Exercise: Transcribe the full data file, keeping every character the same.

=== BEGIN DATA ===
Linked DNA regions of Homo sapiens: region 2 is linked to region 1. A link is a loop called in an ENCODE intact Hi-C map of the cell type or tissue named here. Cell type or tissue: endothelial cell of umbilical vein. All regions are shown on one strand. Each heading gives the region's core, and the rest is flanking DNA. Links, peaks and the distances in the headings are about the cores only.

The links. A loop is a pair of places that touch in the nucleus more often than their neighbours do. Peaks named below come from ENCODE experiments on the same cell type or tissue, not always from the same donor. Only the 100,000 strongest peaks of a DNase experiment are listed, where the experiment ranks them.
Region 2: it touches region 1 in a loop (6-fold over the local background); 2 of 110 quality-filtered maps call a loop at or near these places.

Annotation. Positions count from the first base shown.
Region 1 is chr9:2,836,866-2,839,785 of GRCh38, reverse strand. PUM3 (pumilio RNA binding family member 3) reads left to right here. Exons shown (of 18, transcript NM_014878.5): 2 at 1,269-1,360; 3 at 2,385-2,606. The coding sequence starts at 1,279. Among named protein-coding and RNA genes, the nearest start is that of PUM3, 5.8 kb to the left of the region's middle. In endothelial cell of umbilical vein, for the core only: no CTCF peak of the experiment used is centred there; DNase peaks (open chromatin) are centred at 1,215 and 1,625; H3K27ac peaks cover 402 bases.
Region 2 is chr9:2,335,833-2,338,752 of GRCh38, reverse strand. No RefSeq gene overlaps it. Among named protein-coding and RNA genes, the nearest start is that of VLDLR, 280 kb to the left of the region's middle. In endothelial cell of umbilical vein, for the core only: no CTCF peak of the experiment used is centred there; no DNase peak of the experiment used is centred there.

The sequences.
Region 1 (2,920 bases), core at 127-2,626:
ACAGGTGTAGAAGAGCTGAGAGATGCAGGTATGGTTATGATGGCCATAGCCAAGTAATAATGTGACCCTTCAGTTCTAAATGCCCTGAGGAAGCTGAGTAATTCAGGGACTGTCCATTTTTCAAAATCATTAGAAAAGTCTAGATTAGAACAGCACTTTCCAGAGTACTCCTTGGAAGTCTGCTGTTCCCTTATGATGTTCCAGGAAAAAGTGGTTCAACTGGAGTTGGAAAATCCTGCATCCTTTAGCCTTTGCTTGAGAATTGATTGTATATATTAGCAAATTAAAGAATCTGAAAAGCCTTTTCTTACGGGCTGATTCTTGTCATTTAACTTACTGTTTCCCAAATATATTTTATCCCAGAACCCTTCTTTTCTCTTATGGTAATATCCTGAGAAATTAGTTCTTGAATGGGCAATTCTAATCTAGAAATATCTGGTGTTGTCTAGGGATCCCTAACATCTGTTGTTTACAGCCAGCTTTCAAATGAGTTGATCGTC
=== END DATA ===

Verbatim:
Linked DNA regions of Homo sapiens: region 2 is linked to region 1. A link is a loop called in an ENCODE intact Hi-C map of the cell type or tissue named here. Cell type or tissue: endothelial cell of umbilical vein. All regions are shown on one strand. Each heading gives the region's core, and the rest is flanking DNA. Links, peaks and the distances in the headings are about the cores only.

The links. A loop is a pair of places that touch in the nucleus more often than their neighbours do. Peaks named below come from ENCODE experiments on the same cell type or tissue, not always from the same donor. Only the 100,000 strongest peaks of a DNase experiment are listed, where the experiment ranks them.
Region 2: it touches region 1 in a loop (6-fold over the local background); 2 of 110 quality-filtered maps call a loop at or near these places.

Annotation. Positions count from the first base shown.
Region 1 is chr9:2,836,866-2,839,785 of GRCh38, reverse strand. PUM3 (pumilio RNA binding family member 3) reads left to right here. Exons shown (of 18, transcript NM_014878.5): 2 at 1,269-1,360; 3 at 2,385-2,606. The coding sequence starts at 1,279. Among named protein-coding and RNA genes, the nearest start is that of PUM3, 5.8 kb to the left of the region's middle. In endothelial cell of umbilical vein, for the core only: no CTCF peak of the experiment used is centred there; DNase peaks (open chromatin) are centred at 1,215 and 1,625; H3K27ac peaks cover 402 bases.
Region 2 is chr9:2,335,833-2,338,752 of GRCh38, reverse strand. No RefSeq gene overlaps it. Among named protein-coding and RNA genes, the nearest start is that of VLDLR, 280 kb to the left of the region's middle. In endothelial cell of umbilical vein, for the core only: no CTCF peak of the experiment used is centred there; no DNase peak of the experiment used is centred there.

The sequences.
Region 1 (2,920 bases), core at 127-2,626:
ACAGGTGTAGAAGAGCTGAGAGATGCAGGTATGGTTATGATGGCCATAGCCAAGTAATAATGTGACCCTTCAGTTCTAAATGCCCTGAGGAAGCTGAGTAATTCAGGGACTGTCCATTTTTCAAAATCATTAGAAAAGTCTAGATTAGAACAGCACTTTCCAGAGTACTCCTTGGAAGTCTGCTGTTCCCTTATGATGTTCCAGGAAAAAGTGGTTCAACTGGAGTTGGAAAATCCTGCATCCTTTAGCCTTTGCTTGAGAATTGATTGTATATATTAGCAAATTAAAGAATCTGAAAAGCCTTTTCTTACGGGCTGATTCTTGTCATTTAACTTACTGTTTCCCAAATATATTTTATCCCAGAACCCTTCTTTTCTCTTATGGTAATATCCTGAGAAATTAGTTCTTGAATGGGCAATTCTAATCTAGAAATATCTGGTGTTGTCTAGGGATCCCTAACATCTGTTGTTTACAGCCAGCTTTCAAATGAGTTGATCGTC